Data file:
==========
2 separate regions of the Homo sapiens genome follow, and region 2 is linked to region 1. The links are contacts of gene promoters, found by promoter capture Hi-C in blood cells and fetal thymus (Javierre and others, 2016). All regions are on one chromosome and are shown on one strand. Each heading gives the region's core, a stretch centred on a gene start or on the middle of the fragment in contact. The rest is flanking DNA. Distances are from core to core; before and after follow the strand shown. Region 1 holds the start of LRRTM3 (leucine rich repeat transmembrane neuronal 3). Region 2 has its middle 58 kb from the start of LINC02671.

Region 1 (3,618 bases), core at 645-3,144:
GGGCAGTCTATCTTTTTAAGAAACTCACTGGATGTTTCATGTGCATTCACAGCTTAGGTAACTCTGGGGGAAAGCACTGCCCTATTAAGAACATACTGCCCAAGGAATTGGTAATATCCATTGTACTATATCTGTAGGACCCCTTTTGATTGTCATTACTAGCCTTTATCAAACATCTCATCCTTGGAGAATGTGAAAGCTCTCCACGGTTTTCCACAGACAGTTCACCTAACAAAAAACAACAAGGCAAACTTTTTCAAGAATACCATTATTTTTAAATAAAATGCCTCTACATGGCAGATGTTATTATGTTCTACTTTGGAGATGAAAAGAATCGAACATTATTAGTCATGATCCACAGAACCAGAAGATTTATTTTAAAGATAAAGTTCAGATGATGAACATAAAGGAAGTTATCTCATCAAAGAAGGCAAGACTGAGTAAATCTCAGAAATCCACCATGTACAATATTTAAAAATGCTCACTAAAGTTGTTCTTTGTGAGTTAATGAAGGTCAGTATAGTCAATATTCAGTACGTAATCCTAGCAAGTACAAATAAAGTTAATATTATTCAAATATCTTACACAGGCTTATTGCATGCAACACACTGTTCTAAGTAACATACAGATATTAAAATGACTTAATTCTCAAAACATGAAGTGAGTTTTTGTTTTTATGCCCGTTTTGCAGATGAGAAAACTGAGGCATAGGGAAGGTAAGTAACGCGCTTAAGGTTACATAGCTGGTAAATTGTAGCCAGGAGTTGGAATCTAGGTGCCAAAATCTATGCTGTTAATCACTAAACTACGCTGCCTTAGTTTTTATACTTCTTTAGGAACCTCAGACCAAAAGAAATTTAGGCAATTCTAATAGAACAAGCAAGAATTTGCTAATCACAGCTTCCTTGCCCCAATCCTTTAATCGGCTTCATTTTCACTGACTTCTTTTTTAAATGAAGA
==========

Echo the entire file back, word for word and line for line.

2 separate regions of the Homo sapiens genome follow, and region 2 is linked to region 1. The links are contacts of gene promoters, found by promoter capture Hi-C in blood cells and fetal thymus (Javierre and others, 2016). All regions are on one chromosome and are shown on one strand. Each heading gives the region's core, a stretch centred on a gene start or on the middle of the fragment in contact. The rest is flanking DNA. Distances are from core to core; before and after follow the strand shown. Region 1 holds the start of LRRTM3 (leucine rich repeat transmembrane neuronal 3). Region 2 has its middle 58 kb from the start of LINC02671.

Region 1 (3,618 bases), core at 645-3,144:
GGGCAGTCTATCTTTTTAAGAAACTCACTGGATGTTTCATGTGCATTCACAGCTTAGGTAACTCTGGGGGAAAGCACTGCCCTATTAAGAACATACTGCCCAAGGAATTGGTAATATCCATTGTACTATATCTGTAGGACCCCTTTTGATTGTCATTACTAGCCTTTATCAAACATCTCATCCTTGGAGAATGTGAAAGCTCTCCACGGTTTTCCACAGACAGTTCACCTAACAAAAAACAACAAGGCAAACTTTTTCAAGAATACCATTATTTTTAAATAAAATGCCTCTACATGGCAGATGTTATTATGTTCTACTTTGGAGATGAAAAGAATCGAACATTATTAGTCATGATCCACAGAACCAGAAGATTTATTTTAAAGATAAAGTTCAGATGATGAACATAAAGGAAGTTATCTCATCAAAGAAGGCAAGACTGAGTAAATCTCAGAAATCCACCATGTACAATATTTAAAAATGCTCACTAAAGTTGTTCTTTGTGAGTTAATGAAGGTCAGTATAGTCAATATTCAGTACGTAATCCTAGCAAGTACAAATAAAGTTAATATTATTCAAATATCTTACACAGGCTTATTGCATGCAACACACTGTTCTAAGTAACATACAGATATTAAAATGACTTAATTCTCAAAACATGAAGTGAGTTTTTGTTTTTATGCCCGTTTTGCAGATGAGAAAACTGAGGCATAGGGAAGGTAAGTAACGCGCTTAAGGTTACATAGCTGGTAAATTGTAGCCAGGAGTTGGAATCTAGGTGCCAAAATCTATGCTGTTAATCACTAAACTACGCTGCCTTAGTTTTTATACTTCTTTAGGAACCTCAGACCAAAAGAAATTTAGGCAATTCTAATAGAACAAGCAAGAATTTGCTAATCACAGCTTCCTTGCCCCAATCCTTTAATCGGCTTCATTTTCACTGACTTCTTTTTTAAATGAAGA